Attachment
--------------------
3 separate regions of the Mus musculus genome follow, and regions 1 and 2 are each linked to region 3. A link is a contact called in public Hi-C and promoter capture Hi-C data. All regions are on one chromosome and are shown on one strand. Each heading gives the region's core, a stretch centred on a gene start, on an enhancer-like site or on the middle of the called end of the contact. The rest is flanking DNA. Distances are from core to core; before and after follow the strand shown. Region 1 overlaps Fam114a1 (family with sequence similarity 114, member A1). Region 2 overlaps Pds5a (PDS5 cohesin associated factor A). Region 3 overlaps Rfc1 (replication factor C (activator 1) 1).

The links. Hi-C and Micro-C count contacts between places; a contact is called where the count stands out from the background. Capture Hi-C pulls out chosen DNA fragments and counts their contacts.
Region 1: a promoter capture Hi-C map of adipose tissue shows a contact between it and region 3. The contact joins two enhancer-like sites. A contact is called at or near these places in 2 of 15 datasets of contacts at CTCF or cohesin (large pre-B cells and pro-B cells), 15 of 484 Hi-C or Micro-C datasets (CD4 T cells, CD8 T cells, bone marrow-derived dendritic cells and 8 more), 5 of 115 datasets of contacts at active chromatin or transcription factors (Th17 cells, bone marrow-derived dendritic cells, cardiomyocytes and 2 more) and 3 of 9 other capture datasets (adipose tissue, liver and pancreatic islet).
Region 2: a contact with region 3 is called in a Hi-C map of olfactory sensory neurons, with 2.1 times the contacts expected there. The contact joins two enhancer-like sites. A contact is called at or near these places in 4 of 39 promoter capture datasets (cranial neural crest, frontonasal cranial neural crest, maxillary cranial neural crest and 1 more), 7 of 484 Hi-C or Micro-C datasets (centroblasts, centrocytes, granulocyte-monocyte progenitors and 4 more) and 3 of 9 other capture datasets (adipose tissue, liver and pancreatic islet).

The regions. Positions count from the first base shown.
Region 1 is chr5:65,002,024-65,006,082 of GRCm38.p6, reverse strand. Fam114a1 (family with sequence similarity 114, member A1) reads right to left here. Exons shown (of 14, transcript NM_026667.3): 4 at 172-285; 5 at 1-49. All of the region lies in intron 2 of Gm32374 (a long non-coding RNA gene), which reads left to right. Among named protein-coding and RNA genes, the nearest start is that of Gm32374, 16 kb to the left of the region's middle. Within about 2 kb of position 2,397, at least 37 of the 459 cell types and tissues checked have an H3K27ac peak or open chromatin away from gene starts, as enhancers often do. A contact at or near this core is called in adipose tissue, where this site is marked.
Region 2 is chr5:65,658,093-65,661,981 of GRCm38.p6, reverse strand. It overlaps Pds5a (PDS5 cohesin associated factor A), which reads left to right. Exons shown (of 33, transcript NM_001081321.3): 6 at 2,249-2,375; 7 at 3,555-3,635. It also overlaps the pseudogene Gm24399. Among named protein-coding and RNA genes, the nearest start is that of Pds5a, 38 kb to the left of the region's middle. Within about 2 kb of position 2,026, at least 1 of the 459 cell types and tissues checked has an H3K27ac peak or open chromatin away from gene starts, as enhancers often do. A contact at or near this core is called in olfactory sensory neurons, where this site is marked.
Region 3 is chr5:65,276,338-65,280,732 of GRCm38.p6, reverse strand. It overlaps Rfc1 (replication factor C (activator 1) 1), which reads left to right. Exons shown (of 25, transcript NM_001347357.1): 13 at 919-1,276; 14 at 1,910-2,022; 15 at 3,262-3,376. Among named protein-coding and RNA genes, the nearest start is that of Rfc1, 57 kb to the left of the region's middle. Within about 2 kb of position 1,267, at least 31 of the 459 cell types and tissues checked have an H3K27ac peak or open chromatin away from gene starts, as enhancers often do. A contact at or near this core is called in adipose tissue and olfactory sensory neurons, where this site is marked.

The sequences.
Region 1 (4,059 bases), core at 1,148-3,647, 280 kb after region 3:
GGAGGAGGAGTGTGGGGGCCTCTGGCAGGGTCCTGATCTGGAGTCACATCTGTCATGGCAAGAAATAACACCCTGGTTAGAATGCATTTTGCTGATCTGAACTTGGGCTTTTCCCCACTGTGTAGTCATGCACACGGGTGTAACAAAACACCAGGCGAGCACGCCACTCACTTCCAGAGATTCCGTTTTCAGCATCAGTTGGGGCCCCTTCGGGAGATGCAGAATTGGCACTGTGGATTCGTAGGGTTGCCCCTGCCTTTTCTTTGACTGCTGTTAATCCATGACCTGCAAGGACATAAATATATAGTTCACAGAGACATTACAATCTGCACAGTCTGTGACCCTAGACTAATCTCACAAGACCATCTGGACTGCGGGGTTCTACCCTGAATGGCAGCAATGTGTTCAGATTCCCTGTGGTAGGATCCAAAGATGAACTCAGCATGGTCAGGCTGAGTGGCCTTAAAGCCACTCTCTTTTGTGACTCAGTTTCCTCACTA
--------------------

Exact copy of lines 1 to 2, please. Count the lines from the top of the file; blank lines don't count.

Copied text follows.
3 separate regions of the Mus musculus genome follow, and regions 1 and 2 are each linked to region 3. A link is a contact called in public Hi-C and promoter capture Hi-C data. All regions are on one chromosome and are shown on one strand. Each heading gives the region's core, a stretch centred on a gene start, on an enhancer-like site or on the middle of the called end of the contact. The rest is flanking DNA. Distances are from core to core; before and after follow the strand shown. Region 1 overlaps Fam114a1 (family with sequence similarity 114, member A1). Region 2 overlaps Pds5a (PDS5 cohesin associated factor A). Region 3 overlaps Rfc1 (replication factor C (activator 1) 1).

The links. Hi-C and Micro-C count contacts between places; a contact is called where the count stands out from the background. Capture Hi-C pulls out chosen DNA fragments and counts their contacts.